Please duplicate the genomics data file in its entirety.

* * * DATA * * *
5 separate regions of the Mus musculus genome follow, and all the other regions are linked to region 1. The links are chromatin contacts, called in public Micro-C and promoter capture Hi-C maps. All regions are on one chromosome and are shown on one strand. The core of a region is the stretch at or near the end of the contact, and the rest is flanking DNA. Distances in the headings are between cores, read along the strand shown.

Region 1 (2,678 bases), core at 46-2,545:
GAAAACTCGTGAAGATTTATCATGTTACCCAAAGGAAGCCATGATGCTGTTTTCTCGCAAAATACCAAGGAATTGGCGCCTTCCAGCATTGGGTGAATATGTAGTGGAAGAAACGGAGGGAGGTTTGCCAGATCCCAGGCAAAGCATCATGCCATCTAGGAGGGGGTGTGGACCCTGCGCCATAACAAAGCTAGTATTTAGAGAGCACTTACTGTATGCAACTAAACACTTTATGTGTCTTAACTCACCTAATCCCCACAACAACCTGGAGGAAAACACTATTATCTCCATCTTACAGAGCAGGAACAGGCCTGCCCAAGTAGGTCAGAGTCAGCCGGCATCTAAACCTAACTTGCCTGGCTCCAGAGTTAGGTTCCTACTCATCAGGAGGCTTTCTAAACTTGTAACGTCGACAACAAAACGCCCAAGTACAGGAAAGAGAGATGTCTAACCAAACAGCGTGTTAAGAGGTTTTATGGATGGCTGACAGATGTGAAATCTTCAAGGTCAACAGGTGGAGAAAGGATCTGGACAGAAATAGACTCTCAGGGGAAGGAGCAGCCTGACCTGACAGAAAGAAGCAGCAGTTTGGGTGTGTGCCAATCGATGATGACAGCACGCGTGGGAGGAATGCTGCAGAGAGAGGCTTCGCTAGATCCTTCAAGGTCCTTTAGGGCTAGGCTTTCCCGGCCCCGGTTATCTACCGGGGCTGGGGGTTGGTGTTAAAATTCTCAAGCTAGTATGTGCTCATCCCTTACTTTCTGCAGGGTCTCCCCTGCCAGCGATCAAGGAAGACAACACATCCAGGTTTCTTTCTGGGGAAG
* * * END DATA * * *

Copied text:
5 separate regions of the Mus musculus genome follow, and all the other regions are linked to region 1. The links are chromatin contacts, called in public Micro-C and promoter capture Hi-C maps. All regions are on one chromosome and are shown on one strand. The core of a region is the stretch at or near the end of the contact, and the rest is flanking DNA. Distances in the headings are between cores, read along the strand shown.

Region 1 (2,678 bases), core at 46-2,545:
GAAAACTCGTGAAGATTTATCATGTTACCCAAAGGAAGCCATGATGCTGTTTTCTCGCAAAATACCAAGGAATTGGCGCCTTCCAGCATTGGGTGAATATGTAGTGGAAGAAACGGAGGGAGGTTTGCCAGATCCCAGGCAAAGCATCATGCCATCTAGGAGGGGGTGTGGACCCTGCGCCATAACAAAGCTAGTATTTAGAGAGCACTTACTGTATGCAACTAAACACTTTATGTGTCTTAACTCACCTAATCCCCACAACAACCTGGAGGAAAACACTATTATCTCCATCTTACAGAGCAGGAACAGGCCTGCCCAAGTAGGTCAGAGTCAGCCGGCATCTAAACCTAACTTGCCTGGCTCCAGAGTTAGGTTCCTACTCATCAGGAGGCTTTCTAAACTTGTAACGTCGACAACAAAACGCCCAAGTACAGGAAAGAGAGATGTCTAACCAAACAGCGTGTTAAGAGGTTTTATGGATGGCTGACAGATGTGAAATCTTCAAGGTCAACAGGTGGAGAAAGGATCTGGACAGAAATAGACTCTCAGGGGAAGGAGCAGCCTGACCTGACAGAAAGAAGCAGCAGTTTGGGTGTGTGCCAATCGATGATGACAGCACGCGTGGGAGGAATGCTGCAGAGAGAGGCTTCGCTAGATCCTTCAAGGTCCTTTAGGGCTAGGCTTTCCCGGCCCCGGTTATCTACCGGGGCTGGGGGTTGGTGTTAAAATTCTCAAGCTAGTATGTGCTCATCCCTTACTTTCTGCAGGGTCTCCCCTGCCAGCGATCAAGGAAGACAACACATCCAGGTTTCTTTCTGGGGAAG